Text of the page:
Christianity and the Future
The relation in which Christianity stands to the future is also a basis on which various views of its nature have been rested, according to the theory of the peculiar power of diffusion and propagation which it is supposed to possess. Anti-supernaturalists consider Christianity to be merely a moral force, acting through mere moral enlightenment; but this has already been sufficiently dwelt upon. There are; however, what may be called two Christian views of the modus propagandi of Christianity, which produce two of the real nature of Christianity itself. This difference of view is best seen in the variety of answers given to the question how Christianity subsisted after the departure of Christ and how it subsists now from age to age, a more or less compact organic life in the world. The various answers o given may be roughly placed in two Classes as they lay stress on the spiritual or the mechanical side of the process, and enlarge on the spiritual or the mechanical influences at work. Those who take what may be called the spiritual a view of Christianity hold that it was sustained after the, ascension of Christ by the mission and work of the Holy Spirit, whose presence and influence enable it to go on from age to age, spreading in the world and developing according to the laws of its growth. And they believe that as the chief result of Christ's work consisted in a change of moral relation between God and those for whom Christ died, the spread and permanence of Christianity is purely moral, and manifests itself mainly in a change of will. Of course all this takes place in special ways and by appropriate means. These means are called the means of grace, and are usually held to be the Word, Sacraments, and Prayer; but it is always to be understood that all such means are secondary or subordinate, and that the primary means of grace is the Holy Spirit, who works through these subordinate means, but may and does work in other ways. It is always understood that the operations of the Spirit cannot be limited to special actions nor confined by mechanical laws. On the other hand those who look at Christianity from what may be called the mechanical point of view are inclined to lay stress upon the means by which the Spirit works. They do not ignore the mission of the Holy Ghost nor His work, but are apt to say that He works only in certain prescribed ways, and through one set of means, and the tendency is to lay almost exclusive stress on one set of subordinate means -- the Sacraments, and to represent that the persistence and spread of Christianity depend upon the constancy and correctness of sacramental ceremonies.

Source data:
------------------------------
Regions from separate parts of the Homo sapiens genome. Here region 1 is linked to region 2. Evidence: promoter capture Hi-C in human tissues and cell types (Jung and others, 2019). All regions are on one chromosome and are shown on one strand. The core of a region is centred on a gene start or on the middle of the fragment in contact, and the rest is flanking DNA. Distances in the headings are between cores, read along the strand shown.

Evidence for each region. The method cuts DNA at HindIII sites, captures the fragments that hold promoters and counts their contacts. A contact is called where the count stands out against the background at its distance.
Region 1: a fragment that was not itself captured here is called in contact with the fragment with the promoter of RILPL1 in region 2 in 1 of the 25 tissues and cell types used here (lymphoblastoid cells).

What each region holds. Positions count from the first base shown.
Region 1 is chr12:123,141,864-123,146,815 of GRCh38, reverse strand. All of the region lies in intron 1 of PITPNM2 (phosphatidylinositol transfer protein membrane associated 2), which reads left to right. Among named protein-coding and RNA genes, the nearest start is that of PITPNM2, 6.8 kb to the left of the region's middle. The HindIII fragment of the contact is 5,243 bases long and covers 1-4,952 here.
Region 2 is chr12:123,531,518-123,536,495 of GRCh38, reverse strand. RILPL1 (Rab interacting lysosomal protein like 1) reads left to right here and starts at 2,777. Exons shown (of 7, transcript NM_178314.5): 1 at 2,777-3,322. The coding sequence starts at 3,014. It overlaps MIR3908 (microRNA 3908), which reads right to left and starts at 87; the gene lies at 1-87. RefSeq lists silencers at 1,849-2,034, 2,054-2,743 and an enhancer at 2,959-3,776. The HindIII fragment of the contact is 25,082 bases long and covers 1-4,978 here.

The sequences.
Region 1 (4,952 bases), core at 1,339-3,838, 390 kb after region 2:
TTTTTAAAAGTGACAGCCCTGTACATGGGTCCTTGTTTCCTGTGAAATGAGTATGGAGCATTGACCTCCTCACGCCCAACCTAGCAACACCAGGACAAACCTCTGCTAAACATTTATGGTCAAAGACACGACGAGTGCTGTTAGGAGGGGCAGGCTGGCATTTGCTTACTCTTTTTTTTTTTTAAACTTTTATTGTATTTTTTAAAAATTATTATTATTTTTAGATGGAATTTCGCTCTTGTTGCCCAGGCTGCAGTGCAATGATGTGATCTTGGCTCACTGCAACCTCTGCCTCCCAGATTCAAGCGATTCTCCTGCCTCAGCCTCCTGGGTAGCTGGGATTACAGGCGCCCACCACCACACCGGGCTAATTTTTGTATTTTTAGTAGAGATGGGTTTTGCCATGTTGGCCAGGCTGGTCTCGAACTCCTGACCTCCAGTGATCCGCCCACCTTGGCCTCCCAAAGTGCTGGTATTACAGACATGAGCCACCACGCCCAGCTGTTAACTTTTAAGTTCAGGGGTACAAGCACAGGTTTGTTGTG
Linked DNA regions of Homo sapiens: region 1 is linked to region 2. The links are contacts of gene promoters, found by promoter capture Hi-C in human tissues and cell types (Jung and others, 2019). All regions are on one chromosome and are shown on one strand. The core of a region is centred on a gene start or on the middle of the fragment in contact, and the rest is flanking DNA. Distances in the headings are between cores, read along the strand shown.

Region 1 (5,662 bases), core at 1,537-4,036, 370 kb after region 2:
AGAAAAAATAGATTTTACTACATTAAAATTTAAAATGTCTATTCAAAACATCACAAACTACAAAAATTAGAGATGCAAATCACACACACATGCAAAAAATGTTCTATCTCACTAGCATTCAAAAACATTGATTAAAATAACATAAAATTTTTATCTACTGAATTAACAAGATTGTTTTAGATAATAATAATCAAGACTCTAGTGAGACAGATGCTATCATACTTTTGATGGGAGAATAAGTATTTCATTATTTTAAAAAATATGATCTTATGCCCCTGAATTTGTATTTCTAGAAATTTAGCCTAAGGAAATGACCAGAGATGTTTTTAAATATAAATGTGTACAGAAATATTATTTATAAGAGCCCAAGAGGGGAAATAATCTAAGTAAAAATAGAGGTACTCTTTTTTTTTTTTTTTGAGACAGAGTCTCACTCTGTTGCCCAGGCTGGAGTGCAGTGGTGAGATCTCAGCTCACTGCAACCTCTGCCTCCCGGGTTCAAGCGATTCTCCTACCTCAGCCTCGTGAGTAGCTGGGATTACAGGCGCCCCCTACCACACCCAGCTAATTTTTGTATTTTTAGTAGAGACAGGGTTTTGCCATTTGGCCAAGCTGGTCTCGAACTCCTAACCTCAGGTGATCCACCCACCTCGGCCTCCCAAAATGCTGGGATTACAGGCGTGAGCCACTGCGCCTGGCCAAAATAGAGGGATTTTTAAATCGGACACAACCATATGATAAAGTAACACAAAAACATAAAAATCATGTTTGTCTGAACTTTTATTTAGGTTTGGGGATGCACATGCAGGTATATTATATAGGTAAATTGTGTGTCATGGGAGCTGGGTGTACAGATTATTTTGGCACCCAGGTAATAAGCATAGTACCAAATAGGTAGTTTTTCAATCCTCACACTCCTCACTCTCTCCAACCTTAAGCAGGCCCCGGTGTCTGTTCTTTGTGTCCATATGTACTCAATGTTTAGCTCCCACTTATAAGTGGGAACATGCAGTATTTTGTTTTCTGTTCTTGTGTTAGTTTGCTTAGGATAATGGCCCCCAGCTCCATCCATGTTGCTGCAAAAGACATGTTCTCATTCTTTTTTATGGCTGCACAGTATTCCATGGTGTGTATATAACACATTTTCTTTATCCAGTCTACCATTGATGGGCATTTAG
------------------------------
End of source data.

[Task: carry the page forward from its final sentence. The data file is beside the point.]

These opposite views of the nature of Christianity depend upon differences of dogmatic conception which may be briefly indicated. All through the one view, a change in the relationship between God's will and man's will is held to be the fundamental result which flows from the work of Christ. All through the other view man's nature rather than man's will is considered, and the result of Christ's work is looked on rather as a process within human nature than as a change in moral relations between man and God. In this way the progress of Christianity is looked on as the gradual semi-physical impregnation of human nature by the nature of Christ, a prolongation of the Incarnation rather than a development of the consequences of the finished work of Christ, to be produced by keeping Christ incarnate in the sacrifice of the Mass and impregnating mankind by means of Transubstantiation in the Sacrament of the altar. The one view is the view of churches which have accepted the Reformation; the other is that of churches which have not.
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Christianity - Table of Contents